Such are the songs on this album: onslaughts of passionate operatic music, soaring choirs, and guitars. The onslaughts that lift you up are never brutal, they are inspiring as you are lifted from surges of heavy wide-spreading music in what sometimes seems like endless crescendos. Although the music flows like a heavy waterfall, there are also examples of engaging staccato-induced musical parts like in ”Spectral Rebirth” that drive on the power surge of hard music and furious blasts as the orchestration and choir arrangement seem wild while a melody can be heard in the background. The sound then turns into a guitar stop-and-go along some bursts by the choir between staccato elements in the song. It comes as a relief when it loosens up and sweeps along with growling vocals and the ever-singing choir and orchestra laying the foundation for the riffs and bursts of high-pitched solos. The shifts between staccato elements and free-floating and soaring parts make the song immensely satisfying to listen to. Towards the end, the vocals and the music arrive at a crescendo finale ending abruptly with one cello note fading away fast.
Each song, apart from the intro, clocks in between 8 and 11 minutes. That gives the creative force behind the band, Mattias Sippola, the time to elaborate on the songs and his visions for each track and for the album. It is very tightly produced and it is an understatement to say that there is never a dull moment. The album finishes of with another massive piece of music, ”Forgotten Silence”. This song is built around an enchanting and captive melodic theme. The music heaves and sinks with the theme, coming from every corner of the wall of sound. The growls, the stretching clean vocals, the massive sound from the guitars supported by the grandiose orchestral arrangement - everything circles around the musical theme. Even when the music fades away and only a solo guitar is present before the orchestra returns and a new “attack” in the form of a never-ending crescendo is back as the diverse vocals sing in harmony and against each other. Everything comes together and surges before it simmers down into sound effects, opening up a vast plain of sound that will soon turn into silence as the sonic journey is over for this time.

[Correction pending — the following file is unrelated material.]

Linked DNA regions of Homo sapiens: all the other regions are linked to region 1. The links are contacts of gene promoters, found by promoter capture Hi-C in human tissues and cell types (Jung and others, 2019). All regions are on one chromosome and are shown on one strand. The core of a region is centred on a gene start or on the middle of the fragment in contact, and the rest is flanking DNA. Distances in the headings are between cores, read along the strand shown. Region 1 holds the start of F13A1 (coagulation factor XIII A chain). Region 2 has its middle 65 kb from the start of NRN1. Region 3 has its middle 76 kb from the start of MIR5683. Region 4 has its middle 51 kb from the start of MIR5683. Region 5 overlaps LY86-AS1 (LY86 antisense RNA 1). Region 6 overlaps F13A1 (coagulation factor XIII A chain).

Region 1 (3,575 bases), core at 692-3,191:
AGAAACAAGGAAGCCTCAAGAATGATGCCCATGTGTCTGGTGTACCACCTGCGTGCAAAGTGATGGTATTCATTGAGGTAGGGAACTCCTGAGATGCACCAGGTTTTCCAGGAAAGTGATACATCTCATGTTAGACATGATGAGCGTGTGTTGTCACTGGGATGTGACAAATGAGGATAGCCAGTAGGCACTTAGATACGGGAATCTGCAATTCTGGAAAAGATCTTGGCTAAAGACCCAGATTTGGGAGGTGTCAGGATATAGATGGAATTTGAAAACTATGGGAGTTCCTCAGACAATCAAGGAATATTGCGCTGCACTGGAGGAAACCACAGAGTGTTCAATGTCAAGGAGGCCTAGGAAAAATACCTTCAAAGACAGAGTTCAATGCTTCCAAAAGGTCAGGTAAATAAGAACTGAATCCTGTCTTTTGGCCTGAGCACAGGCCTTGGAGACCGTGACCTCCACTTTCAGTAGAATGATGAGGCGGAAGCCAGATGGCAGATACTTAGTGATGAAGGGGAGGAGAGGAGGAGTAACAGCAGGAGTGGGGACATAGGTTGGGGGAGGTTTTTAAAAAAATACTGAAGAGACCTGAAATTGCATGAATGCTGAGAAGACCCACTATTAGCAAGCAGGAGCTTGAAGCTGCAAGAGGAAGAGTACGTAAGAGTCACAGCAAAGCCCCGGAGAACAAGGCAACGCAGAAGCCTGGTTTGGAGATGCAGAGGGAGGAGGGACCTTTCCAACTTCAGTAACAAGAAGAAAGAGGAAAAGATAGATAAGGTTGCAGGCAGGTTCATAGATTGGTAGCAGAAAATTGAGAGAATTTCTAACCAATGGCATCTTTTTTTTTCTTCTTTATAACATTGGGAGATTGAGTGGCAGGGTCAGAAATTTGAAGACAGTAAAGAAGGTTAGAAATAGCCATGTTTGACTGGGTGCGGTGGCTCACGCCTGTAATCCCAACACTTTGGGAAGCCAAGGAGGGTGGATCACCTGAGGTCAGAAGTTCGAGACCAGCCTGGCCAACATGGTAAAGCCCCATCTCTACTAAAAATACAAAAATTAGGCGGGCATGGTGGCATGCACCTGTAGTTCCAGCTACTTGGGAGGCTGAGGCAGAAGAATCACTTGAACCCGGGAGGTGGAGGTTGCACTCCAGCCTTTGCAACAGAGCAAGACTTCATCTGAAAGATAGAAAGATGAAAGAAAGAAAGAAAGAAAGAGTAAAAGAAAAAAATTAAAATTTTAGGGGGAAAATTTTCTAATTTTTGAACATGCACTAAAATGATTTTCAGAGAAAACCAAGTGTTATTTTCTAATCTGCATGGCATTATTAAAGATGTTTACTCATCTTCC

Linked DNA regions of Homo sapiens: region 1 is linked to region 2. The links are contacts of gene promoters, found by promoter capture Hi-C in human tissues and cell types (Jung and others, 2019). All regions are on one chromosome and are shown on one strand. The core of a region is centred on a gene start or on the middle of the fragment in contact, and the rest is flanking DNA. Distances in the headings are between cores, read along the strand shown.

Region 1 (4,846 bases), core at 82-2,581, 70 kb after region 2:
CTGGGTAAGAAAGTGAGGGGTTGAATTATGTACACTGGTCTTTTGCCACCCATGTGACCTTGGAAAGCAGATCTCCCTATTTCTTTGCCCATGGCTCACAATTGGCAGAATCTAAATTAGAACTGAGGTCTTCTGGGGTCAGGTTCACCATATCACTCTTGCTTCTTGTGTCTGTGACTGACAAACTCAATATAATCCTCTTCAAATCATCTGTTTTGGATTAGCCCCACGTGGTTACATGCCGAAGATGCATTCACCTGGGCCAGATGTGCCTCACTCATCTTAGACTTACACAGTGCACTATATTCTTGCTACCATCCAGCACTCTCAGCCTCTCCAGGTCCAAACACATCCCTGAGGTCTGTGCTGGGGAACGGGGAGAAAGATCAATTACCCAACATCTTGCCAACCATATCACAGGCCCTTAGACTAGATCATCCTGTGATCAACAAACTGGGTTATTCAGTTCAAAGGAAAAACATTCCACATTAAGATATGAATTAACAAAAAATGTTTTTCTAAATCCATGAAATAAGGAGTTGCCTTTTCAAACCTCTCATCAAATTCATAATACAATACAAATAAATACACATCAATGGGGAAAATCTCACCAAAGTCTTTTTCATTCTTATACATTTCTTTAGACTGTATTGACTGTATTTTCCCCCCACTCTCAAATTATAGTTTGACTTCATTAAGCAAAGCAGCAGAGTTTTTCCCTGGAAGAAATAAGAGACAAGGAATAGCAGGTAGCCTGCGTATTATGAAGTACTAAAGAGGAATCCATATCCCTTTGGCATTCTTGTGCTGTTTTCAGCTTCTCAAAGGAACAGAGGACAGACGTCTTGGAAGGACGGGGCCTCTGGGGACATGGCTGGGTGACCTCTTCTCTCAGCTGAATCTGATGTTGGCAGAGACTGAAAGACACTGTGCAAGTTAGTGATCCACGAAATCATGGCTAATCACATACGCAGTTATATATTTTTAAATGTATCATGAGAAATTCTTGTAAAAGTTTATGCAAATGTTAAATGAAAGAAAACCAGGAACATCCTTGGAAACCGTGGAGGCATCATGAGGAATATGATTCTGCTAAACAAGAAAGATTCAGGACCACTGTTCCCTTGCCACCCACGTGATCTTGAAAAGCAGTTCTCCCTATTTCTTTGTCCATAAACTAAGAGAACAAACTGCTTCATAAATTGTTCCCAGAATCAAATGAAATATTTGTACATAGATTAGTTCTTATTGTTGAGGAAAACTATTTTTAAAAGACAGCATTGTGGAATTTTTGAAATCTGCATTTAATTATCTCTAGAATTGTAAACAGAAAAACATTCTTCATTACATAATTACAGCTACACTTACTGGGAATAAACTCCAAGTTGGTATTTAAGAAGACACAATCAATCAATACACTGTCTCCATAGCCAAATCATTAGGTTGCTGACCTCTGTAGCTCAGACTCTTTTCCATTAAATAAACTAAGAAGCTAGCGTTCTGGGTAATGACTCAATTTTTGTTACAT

The music created by Atavistia makes for wonderful escapism, flying away daydreaming for 48 minutes. In this genre, there are of course other bands that give you that ability. One of them is mentioned in almost every review or written piece about Atavistia, claiming Atavistia might be a bit too close to their musical inspiration. I have not mentioned it, I leave that to the band as I quote their tongue-in-cheek sales point for their new tank-top-shirt that is called “Hell Sauna”: ”WE KNOW we sound like Wintersun!”